The field widens for narrowbody ACMI
Although the narrowbodies’ share of the express fleet decreased slightly, the variety of aircraft types and the number of carriers participating in narrowbody ACMI has undergone rapid diversification throughout the past year.
As the integrator with the largest backlog of freighter conversions on order, and the heaviest user of ACMI lift among the major express carriers, DHL Express has impacted carrier fleets across most active platforms and regions. DHL’s global network now includes 737-800s converted by all three STC holders for the type: Aeronautical Engineers Inc. (AEI), Boeing and Israel Aerospace Industries (IAI). As of late September, all three of DHL’s 737-800BDSFs are operating on a CMI basis in the iAero Airways fleet. Thailand-based K-Mile Air, an affiliate of the ASL Aviation Group, began operating a 737-800BCF in ACMI service for DHL earlier this year, while iAero recently also leased a 737-800SF of its own to fly on behalf of the integrator.
DHL active fleet as of 9/30/2021
FedEx’s narrowbody renewal underway in Europe, meanwhile, has contributed to the expansion of the 737-800BCF fleet. UPS operates the majority of its own fleet but recently began ACMI leasing both an A321-200P2F and a 737-800SF.
FedEx, which at the end of September 2020 wet leased six 737-800BCFs, has now added eight more. ASL Airlines Belgium operates six; ASL Airlines France four; while the Sweden-headquartered West Atlantic Group continues to operate four aircraft on an ACMI basis for FedEx, although three of those are now through the group’s Swedish AOC.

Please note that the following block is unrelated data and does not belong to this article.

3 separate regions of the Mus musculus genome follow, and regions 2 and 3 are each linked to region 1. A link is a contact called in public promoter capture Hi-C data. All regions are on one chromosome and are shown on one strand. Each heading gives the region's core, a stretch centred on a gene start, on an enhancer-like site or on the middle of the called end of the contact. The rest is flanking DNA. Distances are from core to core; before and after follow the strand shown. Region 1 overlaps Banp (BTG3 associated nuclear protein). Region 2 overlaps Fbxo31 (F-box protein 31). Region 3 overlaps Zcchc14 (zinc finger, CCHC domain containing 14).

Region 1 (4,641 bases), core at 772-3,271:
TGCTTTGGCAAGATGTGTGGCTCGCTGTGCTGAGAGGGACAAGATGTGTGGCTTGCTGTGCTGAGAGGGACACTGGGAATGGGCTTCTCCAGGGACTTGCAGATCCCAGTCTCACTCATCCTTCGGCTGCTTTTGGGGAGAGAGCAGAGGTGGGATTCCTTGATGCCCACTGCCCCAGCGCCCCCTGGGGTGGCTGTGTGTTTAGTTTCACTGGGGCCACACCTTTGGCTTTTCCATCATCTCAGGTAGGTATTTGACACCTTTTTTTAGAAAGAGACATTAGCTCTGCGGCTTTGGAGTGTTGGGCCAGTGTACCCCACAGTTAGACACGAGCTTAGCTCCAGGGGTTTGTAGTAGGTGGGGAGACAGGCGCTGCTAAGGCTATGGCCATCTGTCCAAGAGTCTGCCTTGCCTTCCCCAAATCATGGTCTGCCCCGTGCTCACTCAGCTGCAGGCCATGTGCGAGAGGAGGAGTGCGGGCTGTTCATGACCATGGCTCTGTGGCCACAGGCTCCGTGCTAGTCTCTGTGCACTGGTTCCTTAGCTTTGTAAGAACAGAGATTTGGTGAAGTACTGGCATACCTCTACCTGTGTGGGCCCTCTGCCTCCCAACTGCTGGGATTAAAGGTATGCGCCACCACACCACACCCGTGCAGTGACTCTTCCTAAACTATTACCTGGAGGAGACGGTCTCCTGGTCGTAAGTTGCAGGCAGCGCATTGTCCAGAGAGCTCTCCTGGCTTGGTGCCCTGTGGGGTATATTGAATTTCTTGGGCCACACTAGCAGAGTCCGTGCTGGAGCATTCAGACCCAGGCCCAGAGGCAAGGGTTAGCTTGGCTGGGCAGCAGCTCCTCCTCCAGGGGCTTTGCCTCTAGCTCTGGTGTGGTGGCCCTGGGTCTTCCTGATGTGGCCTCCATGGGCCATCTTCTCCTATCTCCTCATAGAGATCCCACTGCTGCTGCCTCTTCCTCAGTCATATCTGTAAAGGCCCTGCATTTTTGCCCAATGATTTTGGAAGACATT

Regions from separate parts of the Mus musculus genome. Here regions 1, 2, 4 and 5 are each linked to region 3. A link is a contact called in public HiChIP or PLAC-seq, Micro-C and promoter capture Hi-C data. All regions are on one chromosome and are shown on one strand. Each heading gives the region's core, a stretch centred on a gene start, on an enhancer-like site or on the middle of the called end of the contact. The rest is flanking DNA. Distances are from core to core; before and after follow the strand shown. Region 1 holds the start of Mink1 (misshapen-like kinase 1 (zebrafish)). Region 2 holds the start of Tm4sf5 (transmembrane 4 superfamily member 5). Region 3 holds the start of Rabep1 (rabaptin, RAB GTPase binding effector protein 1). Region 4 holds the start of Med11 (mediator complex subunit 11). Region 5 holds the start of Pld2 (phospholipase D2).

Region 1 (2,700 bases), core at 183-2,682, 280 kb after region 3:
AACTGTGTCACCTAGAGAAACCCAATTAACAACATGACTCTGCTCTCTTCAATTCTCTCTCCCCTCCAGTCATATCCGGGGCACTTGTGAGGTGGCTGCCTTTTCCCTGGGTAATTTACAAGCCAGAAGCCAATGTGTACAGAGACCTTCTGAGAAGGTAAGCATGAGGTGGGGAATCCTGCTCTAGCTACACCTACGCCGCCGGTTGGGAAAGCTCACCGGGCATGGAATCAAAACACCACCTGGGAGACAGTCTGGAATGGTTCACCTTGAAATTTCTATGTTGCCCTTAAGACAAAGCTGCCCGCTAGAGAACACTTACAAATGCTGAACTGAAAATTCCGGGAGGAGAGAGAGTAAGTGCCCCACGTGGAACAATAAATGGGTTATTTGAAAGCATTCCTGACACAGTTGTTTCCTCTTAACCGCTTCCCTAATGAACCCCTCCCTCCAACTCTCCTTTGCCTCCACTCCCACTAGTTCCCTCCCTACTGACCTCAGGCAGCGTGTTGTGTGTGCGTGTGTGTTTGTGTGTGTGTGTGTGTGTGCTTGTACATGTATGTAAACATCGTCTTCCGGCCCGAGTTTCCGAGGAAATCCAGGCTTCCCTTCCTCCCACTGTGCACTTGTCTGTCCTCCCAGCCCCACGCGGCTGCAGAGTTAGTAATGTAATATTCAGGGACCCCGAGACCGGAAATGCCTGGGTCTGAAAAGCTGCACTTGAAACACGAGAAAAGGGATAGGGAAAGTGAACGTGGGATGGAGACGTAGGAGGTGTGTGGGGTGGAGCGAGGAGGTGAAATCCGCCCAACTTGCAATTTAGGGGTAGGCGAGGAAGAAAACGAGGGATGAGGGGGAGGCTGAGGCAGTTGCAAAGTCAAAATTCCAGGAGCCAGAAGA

UPS in June began wet leasing its first 737NG freighter, a 737-800SF from Bulgaria-based Cargo Air, with a flight from Cologne (CGN) to Milan (MXP) and Naples (NAP). In late August, UPS also started A321F operations in Europe, with Titan Airways Malta flying an A321-200P2F (1238, ex-Thomas Cook) between CGN and Rennes (RNS).
DHL preceded UPS as the first integrator to lease in A321F capacity when an A321-200PCF (891) entered service with SmartLynx Malta on its behalf in June. Titan will soon also begin flying an A321-200P2F (1017) for DHL.
767s: one-quarter of the express fleet
More than a quarter of the integrator widebody freighter fleet consists of 767 freighters, with factory-built 767-300Fs being the most common type. A total of thirty-two 767-300Fs, mostly new units, were delivered since Cargo Facts’ last express fleet analysis. While it is perhaps no surprise 767 freighters dominate the medium widebody fleet in service with or on behalf of express carriers, the large widebody freighter most widely used in express service is the out-of-production MD-11F.
FedEx active fleet as of 9/30/2021
All three express integrators added a combined total of thirty-two 767-300Fs to their own-operated fleets, with FedEx and UPS exclusively opting for new production units but DHL taking only freighter-converted aircraft.
The 767-300 platform’s share of the total express fleet is now 22.2%, up from 20.7% last year.
With contracts on some older 767-200BDSFs expiring during the pandemic even as younger converted 767-300Fs were being delivered, DHL Express delayed retirements and shuffled some CMI contracts. A total of nine 767-200BDSFs that had been operated by Atlas Air until recently were gradually moved to other operators. Amerijet now operates five: four with General Electric CF6-80 engines and one with Pratt & Whitney JT9Ds, while ABX Air and 21 Air are now each operating one Pratt-powered 767-200BDSF. Two other Pratt-powered 767-200BDSFs are still inactive.
At the same time, DHL took redelivery of two more A330-300P2Fs and now has seven, with three in operation in Asia and four in Europe.
Older types delay 777 dominance
When it comes to large widebodies, UPS has added seven new 747-8Fs since September 2020 and has now put into service all five of the ex-Lufthansa MD-11Fs that it purchased toward the end of 2019.